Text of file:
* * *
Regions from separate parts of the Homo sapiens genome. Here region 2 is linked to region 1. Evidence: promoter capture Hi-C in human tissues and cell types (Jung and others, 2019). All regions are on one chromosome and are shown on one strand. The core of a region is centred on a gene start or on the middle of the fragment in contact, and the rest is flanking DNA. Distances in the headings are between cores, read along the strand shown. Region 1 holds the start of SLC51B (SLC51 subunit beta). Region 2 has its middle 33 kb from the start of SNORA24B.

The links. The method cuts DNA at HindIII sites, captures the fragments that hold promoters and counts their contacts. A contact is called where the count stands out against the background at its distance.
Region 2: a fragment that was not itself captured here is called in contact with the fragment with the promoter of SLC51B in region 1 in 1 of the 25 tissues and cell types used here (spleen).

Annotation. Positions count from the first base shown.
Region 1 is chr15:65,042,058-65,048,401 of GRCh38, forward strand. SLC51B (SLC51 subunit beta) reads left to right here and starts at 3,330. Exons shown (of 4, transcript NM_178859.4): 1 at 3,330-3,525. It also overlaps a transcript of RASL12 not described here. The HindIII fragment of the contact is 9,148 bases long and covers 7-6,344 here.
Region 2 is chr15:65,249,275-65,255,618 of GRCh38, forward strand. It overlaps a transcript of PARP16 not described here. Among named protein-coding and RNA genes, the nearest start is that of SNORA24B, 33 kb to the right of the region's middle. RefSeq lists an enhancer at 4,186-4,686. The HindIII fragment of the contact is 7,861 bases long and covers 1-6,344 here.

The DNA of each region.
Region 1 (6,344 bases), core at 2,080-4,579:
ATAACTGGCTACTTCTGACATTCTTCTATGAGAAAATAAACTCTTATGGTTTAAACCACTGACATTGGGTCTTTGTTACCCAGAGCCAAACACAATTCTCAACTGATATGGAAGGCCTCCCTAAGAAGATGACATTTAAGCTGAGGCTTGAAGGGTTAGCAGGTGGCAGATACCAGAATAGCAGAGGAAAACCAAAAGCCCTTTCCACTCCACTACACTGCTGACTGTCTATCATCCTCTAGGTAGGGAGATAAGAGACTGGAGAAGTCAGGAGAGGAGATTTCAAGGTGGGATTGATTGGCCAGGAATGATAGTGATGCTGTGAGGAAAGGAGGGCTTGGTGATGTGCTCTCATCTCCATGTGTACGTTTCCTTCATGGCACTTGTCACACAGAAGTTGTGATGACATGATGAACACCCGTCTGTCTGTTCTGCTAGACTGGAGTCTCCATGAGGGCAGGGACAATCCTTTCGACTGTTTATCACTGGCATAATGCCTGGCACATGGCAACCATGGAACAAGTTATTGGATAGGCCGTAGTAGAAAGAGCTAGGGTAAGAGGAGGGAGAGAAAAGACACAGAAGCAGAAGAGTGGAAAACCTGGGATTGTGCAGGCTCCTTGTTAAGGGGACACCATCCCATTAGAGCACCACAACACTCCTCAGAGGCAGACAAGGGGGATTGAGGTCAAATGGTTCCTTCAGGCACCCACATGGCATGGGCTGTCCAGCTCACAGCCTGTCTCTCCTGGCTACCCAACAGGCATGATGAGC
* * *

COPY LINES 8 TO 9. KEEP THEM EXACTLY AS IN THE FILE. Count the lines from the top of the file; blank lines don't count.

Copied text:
Region 1 (6,344 bases), core at 2,080-4,579:
ATAACTGGCTACTTCTGACATTCTTCTATGAGAAAATAAACTCTTATGGTTTAAACCACTGACATTGGGTCTTTGTTACCCAGAGCCAAACACAATTCTCAACTGATATGGAAGGCCTCCCTAAGAAGATGACATTTAAGCTGAGGCTTGAAGGGTTAGCAGGTGGCAGATACCAGAATAGCAGAGGAAAACCAAAAGCCCTTTCCACTCCACTACACTGCTGACTGTCTATCATCCTCTAGGTAGGGAGATAAGAGACTGGAGAAGTCAGGAGAGGAGATTTCAAGGTGGGATTGATTGGCCAGGAATGATAGTGATGCTGTGAGGAAAGGAGGGCTTGGTGATGTGCTCTCATCTCCATGTGTACGTTTCCTTCATGGCACTTGTCACACAGAAGTTGTGATGACATGATGAACACCCGTCTGTCTGTTCTGCTAGACTGGAGTCTCCATGAGGGCAGGGACAATCCTTTCGACTGTTTATCACTGGCATAATGCCTGGCACATGGCAACCATGGAACAAGTTATTGGATAGGCCGTAGTAGAAAGAGCTAGGGTAAGAGGAGGGAGAGAAAAGACACAGAAGCAGAAGAGTGGAAAACCTGGGATTGTGCAGGCTCCTTGTTAAGGGGACACCATCCCATTAGAGCACCACAACACTCCTCAGAGGCAGACAAGGGGGATTGAGGTCAAATGGTTCCTTCAGGCACCCACATGGCATGGGCTGTCCAGCTCACAGCCTGTCTCTCCTGGCTACCCAACAGGCATGATGAGC